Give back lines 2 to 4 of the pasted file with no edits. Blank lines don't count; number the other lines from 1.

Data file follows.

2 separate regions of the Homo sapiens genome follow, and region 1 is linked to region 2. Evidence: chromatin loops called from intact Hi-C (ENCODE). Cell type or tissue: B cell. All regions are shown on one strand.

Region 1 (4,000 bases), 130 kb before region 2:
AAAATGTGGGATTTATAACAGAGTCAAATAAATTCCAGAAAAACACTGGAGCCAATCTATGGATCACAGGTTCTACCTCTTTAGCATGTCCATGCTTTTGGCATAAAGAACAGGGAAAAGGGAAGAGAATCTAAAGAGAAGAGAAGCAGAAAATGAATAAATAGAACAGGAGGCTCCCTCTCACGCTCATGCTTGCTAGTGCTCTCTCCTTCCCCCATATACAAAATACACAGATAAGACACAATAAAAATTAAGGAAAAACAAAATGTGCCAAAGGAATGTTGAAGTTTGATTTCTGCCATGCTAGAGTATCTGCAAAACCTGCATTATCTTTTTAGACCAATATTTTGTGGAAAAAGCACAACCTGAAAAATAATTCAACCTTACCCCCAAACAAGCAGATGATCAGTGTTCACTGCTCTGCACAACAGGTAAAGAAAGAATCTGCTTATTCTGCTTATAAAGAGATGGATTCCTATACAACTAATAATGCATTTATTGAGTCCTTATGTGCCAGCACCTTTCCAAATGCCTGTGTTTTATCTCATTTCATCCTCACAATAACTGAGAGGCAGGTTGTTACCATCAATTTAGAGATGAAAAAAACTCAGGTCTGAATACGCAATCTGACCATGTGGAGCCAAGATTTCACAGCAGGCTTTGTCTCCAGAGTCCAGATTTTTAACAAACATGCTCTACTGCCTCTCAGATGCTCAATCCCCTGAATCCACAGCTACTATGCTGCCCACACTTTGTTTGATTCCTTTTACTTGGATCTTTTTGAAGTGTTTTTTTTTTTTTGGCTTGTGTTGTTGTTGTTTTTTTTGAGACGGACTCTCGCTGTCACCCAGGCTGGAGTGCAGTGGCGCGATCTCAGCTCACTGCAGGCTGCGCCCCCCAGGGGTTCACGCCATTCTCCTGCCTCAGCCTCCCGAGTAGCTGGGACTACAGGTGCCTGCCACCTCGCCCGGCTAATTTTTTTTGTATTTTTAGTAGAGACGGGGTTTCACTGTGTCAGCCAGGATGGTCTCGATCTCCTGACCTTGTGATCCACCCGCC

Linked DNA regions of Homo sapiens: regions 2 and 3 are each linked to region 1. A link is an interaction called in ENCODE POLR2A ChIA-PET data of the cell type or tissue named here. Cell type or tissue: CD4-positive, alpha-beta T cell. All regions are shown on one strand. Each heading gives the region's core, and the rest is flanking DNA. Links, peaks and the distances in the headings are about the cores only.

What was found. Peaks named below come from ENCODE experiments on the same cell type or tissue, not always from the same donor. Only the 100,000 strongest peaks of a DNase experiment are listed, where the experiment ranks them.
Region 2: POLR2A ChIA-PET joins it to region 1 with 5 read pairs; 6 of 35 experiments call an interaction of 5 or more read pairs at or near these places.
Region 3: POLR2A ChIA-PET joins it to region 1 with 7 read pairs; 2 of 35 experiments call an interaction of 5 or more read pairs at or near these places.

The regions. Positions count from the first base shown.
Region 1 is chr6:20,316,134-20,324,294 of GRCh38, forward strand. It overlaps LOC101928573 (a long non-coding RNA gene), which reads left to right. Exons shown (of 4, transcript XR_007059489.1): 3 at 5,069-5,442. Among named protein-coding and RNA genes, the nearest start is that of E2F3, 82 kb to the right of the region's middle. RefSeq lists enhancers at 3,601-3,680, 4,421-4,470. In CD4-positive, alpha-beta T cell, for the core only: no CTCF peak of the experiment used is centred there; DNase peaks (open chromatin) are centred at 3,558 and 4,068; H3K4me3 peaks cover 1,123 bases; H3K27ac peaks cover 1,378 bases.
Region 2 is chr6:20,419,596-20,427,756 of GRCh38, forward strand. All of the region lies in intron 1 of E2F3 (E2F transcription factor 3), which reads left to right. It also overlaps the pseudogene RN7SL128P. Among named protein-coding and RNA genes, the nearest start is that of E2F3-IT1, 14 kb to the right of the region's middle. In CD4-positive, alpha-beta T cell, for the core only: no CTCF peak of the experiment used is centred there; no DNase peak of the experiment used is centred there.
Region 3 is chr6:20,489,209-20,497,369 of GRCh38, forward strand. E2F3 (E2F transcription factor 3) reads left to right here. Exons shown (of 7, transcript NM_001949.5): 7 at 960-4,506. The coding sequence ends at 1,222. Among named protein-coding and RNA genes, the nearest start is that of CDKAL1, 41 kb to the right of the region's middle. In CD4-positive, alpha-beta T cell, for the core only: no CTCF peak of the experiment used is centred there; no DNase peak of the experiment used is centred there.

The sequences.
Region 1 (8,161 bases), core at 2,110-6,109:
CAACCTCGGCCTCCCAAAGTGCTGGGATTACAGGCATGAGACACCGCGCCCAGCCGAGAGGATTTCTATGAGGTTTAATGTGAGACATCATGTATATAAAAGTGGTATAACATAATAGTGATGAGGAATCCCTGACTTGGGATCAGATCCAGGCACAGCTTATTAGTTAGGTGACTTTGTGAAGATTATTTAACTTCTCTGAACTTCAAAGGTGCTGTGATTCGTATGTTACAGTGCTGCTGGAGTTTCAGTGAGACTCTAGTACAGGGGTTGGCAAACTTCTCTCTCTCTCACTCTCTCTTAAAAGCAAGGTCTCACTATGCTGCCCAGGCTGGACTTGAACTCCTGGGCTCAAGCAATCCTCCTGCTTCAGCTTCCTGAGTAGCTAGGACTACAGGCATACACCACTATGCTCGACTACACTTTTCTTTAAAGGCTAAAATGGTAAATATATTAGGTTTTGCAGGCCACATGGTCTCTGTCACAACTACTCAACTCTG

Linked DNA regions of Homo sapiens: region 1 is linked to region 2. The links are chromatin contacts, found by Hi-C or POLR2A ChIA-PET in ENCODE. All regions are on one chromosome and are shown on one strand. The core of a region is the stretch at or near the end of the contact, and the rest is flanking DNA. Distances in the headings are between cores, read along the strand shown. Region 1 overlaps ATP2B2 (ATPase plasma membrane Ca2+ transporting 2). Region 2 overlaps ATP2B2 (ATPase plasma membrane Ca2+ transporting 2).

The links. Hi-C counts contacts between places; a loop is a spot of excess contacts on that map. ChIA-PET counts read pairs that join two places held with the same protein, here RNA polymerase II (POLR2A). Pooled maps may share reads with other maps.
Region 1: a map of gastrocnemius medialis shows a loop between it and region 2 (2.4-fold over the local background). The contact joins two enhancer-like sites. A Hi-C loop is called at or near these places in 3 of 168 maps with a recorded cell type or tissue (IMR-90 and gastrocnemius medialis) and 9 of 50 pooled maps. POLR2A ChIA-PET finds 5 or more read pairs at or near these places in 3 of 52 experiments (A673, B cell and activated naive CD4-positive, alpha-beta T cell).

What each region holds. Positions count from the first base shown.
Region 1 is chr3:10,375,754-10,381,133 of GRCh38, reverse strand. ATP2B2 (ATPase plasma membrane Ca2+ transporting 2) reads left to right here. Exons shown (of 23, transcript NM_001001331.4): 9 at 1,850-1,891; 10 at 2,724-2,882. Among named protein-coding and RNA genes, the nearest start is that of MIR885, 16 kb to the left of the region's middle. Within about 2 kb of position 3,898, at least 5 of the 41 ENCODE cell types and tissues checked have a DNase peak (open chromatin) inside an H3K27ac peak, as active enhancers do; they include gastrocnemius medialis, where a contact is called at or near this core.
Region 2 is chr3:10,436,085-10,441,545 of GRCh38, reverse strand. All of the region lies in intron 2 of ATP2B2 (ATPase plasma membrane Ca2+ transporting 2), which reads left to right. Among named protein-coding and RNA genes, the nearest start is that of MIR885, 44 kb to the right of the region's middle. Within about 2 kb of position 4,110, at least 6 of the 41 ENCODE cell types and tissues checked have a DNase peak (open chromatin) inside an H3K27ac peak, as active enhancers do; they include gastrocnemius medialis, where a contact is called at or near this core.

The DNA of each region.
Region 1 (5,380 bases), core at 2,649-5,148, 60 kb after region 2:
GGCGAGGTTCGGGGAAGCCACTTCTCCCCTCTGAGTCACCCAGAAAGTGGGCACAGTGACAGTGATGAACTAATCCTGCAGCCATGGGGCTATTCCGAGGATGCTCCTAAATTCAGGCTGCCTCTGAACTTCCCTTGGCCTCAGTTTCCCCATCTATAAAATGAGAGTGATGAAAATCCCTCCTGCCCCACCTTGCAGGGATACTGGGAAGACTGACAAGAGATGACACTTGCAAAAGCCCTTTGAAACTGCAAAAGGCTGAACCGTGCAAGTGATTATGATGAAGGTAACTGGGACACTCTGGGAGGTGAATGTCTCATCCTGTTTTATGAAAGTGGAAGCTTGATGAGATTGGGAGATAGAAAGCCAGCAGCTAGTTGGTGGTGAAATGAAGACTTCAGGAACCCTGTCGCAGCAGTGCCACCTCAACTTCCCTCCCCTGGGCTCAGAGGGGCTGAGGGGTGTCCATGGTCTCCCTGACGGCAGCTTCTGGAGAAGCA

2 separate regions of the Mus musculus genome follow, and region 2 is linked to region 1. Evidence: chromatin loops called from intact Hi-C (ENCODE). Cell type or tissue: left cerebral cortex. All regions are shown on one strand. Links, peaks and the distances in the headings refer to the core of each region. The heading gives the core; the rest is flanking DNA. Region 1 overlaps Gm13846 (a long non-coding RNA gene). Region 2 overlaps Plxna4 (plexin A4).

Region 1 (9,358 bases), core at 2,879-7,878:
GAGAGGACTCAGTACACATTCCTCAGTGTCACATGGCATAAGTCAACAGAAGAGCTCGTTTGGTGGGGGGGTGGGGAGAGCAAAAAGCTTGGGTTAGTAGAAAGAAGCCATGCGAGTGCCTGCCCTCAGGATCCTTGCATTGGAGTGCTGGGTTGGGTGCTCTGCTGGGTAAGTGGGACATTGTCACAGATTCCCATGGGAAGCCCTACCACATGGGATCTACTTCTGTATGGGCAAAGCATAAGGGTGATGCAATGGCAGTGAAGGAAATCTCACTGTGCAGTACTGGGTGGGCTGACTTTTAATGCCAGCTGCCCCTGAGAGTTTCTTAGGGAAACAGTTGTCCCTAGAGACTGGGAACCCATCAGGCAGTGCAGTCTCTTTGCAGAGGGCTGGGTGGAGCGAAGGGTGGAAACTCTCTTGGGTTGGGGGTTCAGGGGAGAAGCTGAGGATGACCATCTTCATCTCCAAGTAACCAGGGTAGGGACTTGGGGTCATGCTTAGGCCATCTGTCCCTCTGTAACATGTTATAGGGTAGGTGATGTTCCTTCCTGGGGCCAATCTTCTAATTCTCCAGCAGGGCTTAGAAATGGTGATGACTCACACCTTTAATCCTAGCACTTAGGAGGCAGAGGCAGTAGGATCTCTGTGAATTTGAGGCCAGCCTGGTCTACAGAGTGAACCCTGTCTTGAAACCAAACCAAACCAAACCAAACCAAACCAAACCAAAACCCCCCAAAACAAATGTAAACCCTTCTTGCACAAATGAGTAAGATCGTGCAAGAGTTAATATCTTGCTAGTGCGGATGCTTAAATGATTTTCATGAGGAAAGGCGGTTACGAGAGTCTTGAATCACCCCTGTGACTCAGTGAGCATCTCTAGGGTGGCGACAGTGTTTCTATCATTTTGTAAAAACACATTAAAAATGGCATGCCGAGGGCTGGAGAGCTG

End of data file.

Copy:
Region 1 (4,000 bases), 130 kb before region 2:
AAAATGTGGGATTTATAACAGAGTCAAATAAATTCCAGAAAAACACTGGAGCCAATCTATGGATCACAGGTTCTACCTCTTTAGCATGTCCATGCTTTTGGCATAAAGAACAGGGAAAAGGGAAGAGAATCTAAAGAGAAGAGAAGCAGAAAATGAATAAATAGAACAGGAGGCTCCCTCTCACGCTCATGCTTGCTAGTGCTCTCTCCTTCCCCCATATACAAAATACACAGATAAGACACAATAAAAATTAAGGAAAAACAAAATGTGCCAAAGGAATGTTGAAGTTTGATTTCTGCCATGCTAGAGTATCTGCAAAACCTGCATTATCTTTTTAGACCAATATTTTGTGGAAAAAGCACAACCTGAAAAATAATTCAACCTTACCCCCAAACAAGCAGATGATCAGTGTTCACTGCTCTGCACAACAGGTAAAGAAAGAATCTGCTTATTCTGCTTATAAAGAGATGGATTCCTATACAACTAATAATGCATTTATTGAGTCCTTATGTGCCAGCACCTTTCCAAATGCCTGTGTTTTATCTCATTTCATCCTCACAATAACTGAGAGGCAGGTTGTTACCATCAATTTAGAGATGAAAAAAACTCAGGTCTGAATACGCAATCTGACCATGTGGAGCCAAGATTTCACAGCAGGCTTTGTCTCCAGAGTCCAGATTTTTAACAAACATGCTCTACTGCCTCTCAGATGCTCAATCCCCTGAATCCACAGCTACTATGCTGCCCACACTTTGTTTGATTCCTTTTACTTGGATCTTTTTGAAGTGTTTTTTTTTTTTTGGCTTGTGTTGTTGTTGTTTTTTTTGAGACGGACTCTCGCTGTCACCCAGGCTGGAGTGCAGTGGCGCGATCTCAGCTCACTGCAGGCTGCGCCCCCCAGGGGTTCACGCCATTCTCCTGCCTCAGCCTCCCGAGTAGCTGGGACTACAGGTGCCTGCCACCTCGCCCGGCTAATTTTTTTTGTATTTTTAGTAGAGACGGGGTTTCACTGTGTCAGCCAGGATGGTCTCGATCTCCTGACCTTGTGATCCACCCGCC

Linked DNA regions of Homo sapiens: regions 2 and 3 are each linked to region 1. A link is an interaction called in ENCODE POLR2A ChIA-PET data of the cell type or tissue named here. Cell type or tissue: CD4-positive, alpha-beta T cell. All regions are shown on one strand. Each heading gives the region's core, and the rest is flanking DNA. Links, peaks and the distances in the headings are about the cores only.